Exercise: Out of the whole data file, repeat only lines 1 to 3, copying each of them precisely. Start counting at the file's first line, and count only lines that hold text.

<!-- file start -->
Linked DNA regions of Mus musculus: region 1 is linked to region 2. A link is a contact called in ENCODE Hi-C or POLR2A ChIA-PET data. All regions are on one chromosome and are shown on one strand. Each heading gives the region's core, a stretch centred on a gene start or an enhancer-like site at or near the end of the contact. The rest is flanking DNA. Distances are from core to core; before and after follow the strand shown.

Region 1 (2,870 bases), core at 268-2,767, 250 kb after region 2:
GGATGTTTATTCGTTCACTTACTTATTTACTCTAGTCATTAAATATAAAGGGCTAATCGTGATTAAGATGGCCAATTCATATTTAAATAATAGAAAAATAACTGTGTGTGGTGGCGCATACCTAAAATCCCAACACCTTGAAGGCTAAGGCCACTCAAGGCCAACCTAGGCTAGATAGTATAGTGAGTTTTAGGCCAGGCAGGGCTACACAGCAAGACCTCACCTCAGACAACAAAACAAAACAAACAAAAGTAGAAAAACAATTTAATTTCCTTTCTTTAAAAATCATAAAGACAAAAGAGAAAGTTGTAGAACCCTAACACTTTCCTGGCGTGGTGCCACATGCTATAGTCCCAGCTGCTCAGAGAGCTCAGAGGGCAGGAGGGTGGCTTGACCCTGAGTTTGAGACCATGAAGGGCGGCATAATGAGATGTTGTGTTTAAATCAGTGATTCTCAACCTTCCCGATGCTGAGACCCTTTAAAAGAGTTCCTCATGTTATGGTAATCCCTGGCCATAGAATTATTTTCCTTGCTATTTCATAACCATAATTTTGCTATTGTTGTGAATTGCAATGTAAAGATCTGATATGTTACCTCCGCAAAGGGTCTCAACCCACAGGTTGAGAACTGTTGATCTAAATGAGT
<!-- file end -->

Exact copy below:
Linked DNA regions of Mus musculus: region 1 is linked to region 2. A link is a contact called in ENCODE Hi-C or POLR2A ChIA-PET data. All regions are on one chromosome and are shown on one strand. Each heading gives the region's core, a stretch centred on a gene start or an enhancer-like site at or near the end of the contact. The rest is flanking DNA. Distances are from core to core; before and after follow the strand shown.

Region 1 (2,870 bases), core at 268-2,767, 250 kb after region 2:
GGATGTTTATTCGTTCACTTACTTATTTACTCTAGTCATTAAATATAAAGGGCTAATCGTGATTAAGATGGCCAATTCATATTTAAATAATAGAAAAATAACTGTGTGTGGTGGCGCATACCTAAAATCCCAACACCTTGAAGGCTAAGGCCACTCAAGGCCAACCTAGGCTAGATAGTATAGTGAGTTTTAGGCCAGGCAGGGCTACACAGCAAGACCTCACCTCAGACAACAAAACAAAACAAACAAAAGTAGAAAAACAATTTAATTTCCTTTCTTTAAAAATCATAAAGACAAAAGAGAAAGTTGTAGAACCCTAACACTTTCCTGGCGTGGTGCCACATGCTATAGTCCCAGCTGCTCAGAGAGCTCAGAGGGCAGGAGGGTGGCTTGACCCTGAGTTTGAGACCATGAAGGGCGGCATAATGAGATGTTGTGTTTAAATCAGTGATTCTCAACCTTCCCGATGCTGAGACCCTTTAAAAGAGTTCCTCATGTTATGGTAATCCCTGGCCATAGAATTATTTTCCTTGCTATTTCATAACCATAATTTTGCTATTGTTGTGAATTGCAATGTAAAGATCTGATATGTTACCTCCGCAAAGGGTCTCAACCCACAGGTTGAGAACTGTTGATCTAAATGAGT